That's cool, I have to download my shooting data to an old windows 95 PC from my 1V in order to get aperture/shutter info.


    ~Stone

    The Noteworthy Ones - Mamiya: 7 II, RZ67 Pro II / Canon: 1V, AE-1 / Kodak: No 1 Pocket Autographic, No 1A Pocket Autographic

    Sent from my iPhone using Tapatalk
    ~Stone | "...of course, that's just my opinion. I could be wrong." ~Dennis Miller

  6. #36
    Photo Engineer's Avatar
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    APS was a compromise between several camera and film companies. Thus you can say, like the old saying, "an elephant is a mouse designed by a committee"!

    That said, I saw, while doing R&D at EK, a talking photo system and a 3D photo system. Both were quite interesting but never got incorporated into APS. The talking option was considered due to the magnetic stripe.

    The different formats were the same size on the negative, but the viewfinder showed a different format. The format choice was recorded on the film and then the printer adapted to that information to print one of the 3 formats.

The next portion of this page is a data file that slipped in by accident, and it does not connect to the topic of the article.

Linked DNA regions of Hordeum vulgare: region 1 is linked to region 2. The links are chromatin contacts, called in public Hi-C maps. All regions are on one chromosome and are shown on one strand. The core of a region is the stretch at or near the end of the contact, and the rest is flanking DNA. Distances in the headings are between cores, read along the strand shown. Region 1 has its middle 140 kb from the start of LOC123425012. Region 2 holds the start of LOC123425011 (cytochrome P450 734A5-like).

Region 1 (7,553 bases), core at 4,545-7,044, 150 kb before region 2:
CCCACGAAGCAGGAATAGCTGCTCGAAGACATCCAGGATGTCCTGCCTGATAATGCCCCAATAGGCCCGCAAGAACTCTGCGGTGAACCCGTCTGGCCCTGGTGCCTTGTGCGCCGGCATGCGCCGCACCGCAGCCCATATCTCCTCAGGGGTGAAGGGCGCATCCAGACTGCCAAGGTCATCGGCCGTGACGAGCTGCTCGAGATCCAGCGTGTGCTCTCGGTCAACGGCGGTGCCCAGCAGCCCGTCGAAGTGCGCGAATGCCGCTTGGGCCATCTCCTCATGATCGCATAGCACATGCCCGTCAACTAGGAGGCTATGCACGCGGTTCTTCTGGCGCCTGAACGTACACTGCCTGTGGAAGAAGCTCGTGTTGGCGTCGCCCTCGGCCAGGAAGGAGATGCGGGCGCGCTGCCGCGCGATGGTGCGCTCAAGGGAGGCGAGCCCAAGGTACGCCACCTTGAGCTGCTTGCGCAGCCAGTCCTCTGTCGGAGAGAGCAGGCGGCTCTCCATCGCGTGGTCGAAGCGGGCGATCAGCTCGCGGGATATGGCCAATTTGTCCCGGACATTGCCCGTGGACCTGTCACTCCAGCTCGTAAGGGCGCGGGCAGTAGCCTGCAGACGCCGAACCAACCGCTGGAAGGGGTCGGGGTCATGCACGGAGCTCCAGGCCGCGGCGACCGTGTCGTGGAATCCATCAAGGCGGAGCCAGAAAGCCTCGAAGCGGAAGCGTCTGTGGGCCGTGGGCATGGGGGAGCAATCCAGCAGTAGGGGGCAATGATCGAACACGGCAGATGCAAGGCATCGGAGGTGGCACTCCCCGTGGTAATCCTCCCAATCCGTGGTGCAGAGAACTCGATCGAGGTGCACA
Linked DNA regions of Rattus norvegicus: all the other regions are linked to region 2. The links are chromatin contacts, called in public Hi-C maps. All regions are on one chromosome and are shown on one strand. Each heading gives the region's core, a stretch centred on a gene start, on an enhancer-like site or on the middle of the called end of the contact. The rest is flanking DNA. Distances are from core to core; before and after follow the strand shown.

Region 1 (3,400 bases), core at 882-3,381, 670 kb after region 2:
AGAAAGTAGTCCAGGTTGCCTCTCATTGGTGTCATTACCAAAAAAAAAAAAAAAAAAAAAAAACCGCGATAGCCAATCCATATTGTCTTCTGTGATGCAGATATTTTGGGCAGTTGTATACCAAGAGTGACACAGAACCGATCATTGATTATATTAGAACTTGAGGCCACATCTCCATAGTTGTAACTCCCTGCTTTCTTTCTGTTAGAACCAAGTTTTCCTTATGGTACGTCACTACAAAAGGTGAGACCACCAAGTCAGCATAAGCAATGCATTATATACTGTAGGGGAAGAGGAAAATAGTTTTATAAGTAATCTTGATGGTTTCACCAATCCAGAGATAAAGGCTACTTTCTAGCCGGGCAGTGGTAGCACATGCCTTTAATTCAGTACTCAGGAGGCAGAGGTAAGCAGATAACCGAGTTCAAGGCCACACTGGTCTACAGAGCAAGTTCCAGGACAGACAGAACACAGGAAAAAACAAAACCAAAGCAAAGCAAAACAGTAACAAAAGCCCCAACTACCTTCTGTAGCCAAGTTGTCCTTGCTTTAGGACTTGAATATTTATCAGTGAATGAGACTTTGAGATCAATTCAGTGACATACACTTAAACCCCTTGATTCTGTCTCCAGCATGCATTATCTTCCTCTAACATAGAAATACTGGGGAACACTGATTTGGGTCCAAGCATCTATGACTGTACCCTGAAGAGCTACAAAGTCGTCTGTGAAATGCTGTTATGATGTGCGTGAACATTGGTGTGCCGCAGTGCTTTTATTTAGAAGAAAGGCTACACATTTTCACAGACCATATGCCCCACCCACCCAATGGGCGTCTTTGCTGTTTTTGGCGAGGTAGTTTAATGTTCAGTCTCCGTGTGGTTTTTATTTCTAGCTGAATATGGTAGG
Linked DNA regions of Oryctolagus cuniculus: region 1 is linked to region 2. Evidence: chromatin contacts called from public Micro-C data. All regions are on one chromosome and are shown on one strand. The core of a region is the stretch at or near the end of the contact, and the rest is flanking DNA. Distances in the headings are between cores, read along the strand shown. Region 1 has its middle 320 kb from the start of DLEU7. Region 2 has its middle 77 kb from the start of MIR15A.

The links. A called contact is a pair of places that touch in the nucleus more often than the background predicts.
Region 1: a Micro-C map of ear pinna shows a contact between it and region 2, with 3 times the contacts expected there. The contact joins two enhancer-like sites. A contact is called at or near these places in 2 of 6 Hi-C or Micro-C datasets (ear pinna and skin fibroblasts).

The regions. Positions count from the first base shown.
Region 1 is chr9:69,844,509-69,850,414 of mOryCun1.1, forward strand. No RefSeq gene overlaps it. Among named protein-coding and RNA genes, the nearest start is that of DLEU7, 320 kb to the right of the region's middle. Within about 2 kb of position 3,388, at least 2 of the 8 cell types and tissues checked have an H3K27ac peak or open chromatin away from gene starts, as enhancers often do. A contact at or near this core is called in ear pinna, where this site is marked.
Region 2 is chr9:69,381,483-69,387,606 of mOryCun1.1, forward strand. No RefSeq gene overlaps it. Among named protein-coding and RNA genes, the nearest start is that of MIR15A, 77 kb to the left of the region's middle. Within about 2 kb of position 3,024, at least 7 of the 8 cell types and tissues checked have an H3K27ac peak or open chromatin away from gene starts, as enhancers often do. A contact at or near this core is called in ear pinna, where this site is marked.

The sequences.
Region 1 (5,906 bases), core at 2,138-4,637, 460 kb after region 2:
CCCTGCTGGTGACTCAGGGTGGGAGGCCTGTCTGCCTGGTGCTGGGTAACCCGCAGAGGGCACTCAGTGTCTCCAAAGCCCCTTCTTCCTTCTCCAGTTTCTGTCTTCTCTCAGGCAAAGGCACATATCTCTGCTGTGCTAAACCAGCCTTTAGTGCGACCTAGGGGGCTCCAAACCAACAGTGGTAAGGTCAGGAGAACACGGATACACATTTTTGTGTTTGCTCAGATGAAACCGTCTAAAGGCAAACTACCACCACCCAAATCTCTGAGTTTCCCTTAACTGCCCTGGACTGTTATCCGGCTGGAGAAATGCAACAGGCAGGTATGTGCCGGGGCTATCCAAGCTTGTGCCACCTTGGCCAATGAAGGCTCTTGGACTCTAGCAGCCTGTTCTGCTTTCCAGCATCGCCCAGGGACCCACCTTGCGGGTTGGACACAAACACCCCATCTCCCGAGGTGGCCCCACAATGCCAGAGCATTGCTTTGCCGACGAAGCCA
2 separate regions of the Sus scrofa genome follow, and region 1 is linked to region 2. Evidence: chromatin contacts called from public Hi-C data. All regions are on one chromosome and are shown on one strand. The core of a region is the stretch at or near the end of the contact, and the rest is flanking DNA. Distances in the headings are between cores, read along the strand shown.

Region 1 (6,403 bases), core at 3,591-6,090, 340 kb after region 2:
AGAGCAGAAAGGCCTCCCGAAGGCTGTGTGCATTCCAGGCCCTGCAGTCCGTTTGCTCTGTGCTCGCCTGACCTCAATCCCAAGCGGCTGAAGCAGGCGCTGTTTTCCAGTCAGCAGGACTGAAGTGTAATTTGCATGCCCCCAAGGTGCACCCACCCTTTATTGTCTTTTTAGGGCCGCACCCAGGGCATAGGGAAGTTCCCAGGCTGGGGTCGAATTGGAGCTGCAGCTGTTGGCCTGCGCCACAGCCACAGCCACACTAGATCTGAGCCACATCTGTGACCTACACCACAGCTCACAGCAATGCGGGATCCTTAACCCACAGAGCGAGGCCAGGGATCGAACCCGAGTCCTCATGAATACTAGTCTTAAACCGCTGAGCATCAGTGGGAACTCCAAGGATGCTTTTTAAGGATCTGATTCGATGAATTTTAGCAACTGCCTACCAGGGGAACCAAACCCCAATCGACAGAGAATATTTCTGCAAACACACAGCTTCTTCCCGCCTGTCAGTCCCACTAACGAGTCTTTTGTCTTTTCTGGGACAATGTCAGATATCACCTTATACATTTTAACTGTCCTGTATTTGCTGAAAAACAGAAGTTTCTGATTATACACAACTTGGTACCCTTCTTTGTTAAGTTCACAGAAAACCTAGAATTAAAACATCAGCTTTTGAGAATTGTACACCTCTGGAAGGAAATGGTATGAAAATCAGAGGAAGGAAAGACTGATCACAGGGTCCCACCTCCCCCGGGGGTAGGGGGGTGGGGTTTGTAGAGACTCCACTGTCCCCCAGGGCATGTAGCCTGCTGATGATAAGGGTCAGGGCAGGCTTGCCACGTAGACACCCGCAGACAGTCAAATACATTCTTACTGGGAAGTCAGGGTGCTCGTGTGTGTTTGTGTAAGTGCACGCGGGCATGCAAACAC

PE

  7. #37
    Diapositivo's Avatar
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    Quote Originally Posted by Photo Engineer View Post
    The APS format was chosen to be the same size as digital sensors! No more and no less. Digital sensors at that time and in planning were the same size as APS.

    PE
    I am not convinced by this affirmation. Which digital sensors? 4:3 were smaller. Point-&-shoot had and still have smaller sensor. The APS-C sensors in digital domain take their name from film (APS) which as introduced first, and not the other way round.

    APS (film) was introduced in 1996. Its design phase I reckon should date back to at least a couple years before. Digital photography was in its infancy.
    If the market it was aimed at was the P&S, why choose the APS format? There was no APS format digital camera in the P&S market.
    If the market it was aimed at was the "mature reflex" camera, then why the APS format? In 1996 there were no DSLR as far as I can remember.
    Who could predict the APS format would have been dominant in 6 or 8 years?

    In general, I find it difficult to believe that in 1996 Kodak, Fujifilm, Minolta, Canon, Nikon etc. were so much involved into digital photography as to base the dimension of the film format on the needs of a very future, or futurible, digital revolution. I mean the mentioned "planning" was likely to be at a very pre-pre-pre-production stage and not in such a stage as to influence the film format which could have been dominating the film market for decades.